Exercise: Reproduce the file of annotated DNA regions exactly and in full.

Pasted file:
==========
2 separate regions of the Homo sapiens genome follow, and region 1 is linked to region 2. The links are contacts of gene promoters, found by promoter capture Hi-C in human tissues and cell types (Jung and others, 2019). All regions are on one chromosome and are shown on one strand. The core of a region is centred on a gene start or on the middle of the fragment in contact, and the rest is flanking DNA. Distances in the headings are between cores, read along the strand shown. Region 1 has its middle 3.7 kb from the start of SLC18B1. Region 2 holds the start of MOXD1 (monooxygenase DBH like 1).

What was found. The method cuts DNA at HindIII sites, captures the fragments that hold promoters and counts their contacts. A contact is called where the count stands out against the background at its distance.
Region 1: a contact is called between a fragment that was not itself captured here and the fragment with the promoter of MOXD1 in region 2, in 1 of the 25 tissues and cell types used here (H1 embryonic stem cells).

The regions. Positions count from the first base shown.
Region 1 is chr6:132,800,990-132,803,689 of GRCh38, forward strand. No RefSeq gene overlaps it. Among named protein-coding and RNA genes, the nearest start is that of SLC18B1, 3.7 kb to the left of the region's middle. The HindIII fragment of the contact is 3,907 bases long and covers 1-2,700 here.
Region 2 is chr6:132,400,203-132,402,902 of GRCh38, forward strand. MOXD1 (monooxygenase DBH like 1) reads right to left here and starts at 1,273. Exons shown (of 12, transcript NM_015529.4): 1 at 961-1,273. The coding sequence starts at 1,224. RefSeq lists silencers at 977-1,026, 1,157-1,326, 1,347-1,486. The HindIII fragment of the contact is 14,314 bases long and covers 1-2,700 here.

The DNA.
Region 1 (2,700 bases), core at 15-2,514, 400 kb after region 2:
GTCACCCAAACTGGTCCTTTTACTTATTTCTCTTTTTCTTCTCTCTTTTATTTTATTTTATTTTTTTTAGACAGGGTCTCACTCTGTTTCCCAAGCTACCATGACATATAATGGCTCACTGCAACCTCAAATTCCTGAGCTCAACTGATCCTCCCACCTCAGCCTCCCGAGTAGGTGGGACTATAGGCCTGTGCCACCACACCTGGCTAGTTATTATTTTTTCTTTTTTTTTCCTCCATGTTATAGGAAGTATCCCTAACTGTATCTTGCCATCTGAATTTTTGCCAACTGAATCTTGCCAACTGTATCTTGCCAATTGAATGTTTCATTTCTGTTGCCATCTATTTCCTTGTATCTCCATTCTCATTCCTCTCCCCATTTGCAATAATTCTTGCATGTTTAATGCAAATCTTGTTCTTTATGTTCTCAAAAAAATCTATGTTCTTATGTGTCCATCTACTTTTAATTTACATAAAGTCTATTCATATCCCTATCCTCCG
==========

2 separate regions of the Homo sapiens genome follow, and region 1 is linked to region 2. The links are contacts of gene promoters, found by promoter capture Hi-C in human tissues and cell types (Jung and others, 2019). All regions are on one chromosome and are shown on one strand. The core of a region is centred on a gene start or on the middle of the fragment in contact, and the rest is flanking DNA. Distances in the headings are between cores, read along the strand shown. Region 1 has its middle 3.7 kb from the start of SLC18B1. Region 2 holds the start of MOXD1 (monooxygenase DBH like 1).

What was found. The method cuts DNA at HindIII sites, captures the fragments that hold promoters and counts their contacts. A contact is called where the count stands out against the background at its distance.
Region 1: a contact is called between a fragment that was not itself captured here and the fragment with the promoter of MOXD1 in region 2, in 1 of the 25 tissues and cell types used here (H1 embryonic stem cells).

The regions. Positions count from the first base shown.
Region 1 is chr6:132,800,990-132,803,689 of GRCh38, forward strand. No RefSeq gene overlaps it. Among named protein-coding and RNA genes, the nearest start is that of SLC18B1, 3.7 kb to the left of the region's middle. The HindIII fragment of the contact is 3,907 bases long and covers 1-2,700 here.
Region 2 is chr6:132,400,203-132,402,902 of GRCh38, forward strand. MOXD1 (monooxygenase DBH like 1) reads right to left here and starts at 1,273. Exons shown (of 12, transcript NM_015529.4): 1 at 961-1,273. The coding sequence starts at 1,224. RefSeq lists silencers at 977-1,026, 1,157-1,326, 1,347-1,486. The HindIII fragment of the contact is 14,314 bases long and covers 1-2,700 here.

The DNA.
Region 1 (2,700 bases), core at 15-2,514, 400 kb after region 2:
GTCACCCAAACTGGTCCTTTTACTTATTTCTCTTTTTCTTCTCTCTTTTATTTTATTTTATTTTTTTTAGACAGGGTCTCACTCTGTTTCCCAAGCTACCATGACATATAATGGCTCACTGCAACCTCAAATTCCTGAGCTCAACTGATCCTCCCACCTCAGCCTCCCGAGTAGGTGGGACTATAGGCCTGTGCCACCACACCTGGCTAGTTATTATTTTTTCTTTTTTTTTCCTCCATGTTATAGGAAGTATCCCTAACTGTATCTTGCCATCTGAATTTTTGCCAACTGAATCTTGCCAACTGTATCTTGCCAATTGAATGTTTCATTTCTGTTGCCATCTATTTCCTTGTATCTCCATTCTCATTCCTCTCCCCATTTGCAATAATTCTTGCATGTTTAATGCAAATCTTGTTCTTTATGTTCTCAAAAAAATCTATGTTCTTATGTGTCCATCTACTTTTAATTTACATAAAGTCTATTCATATCCCTATCCTCCG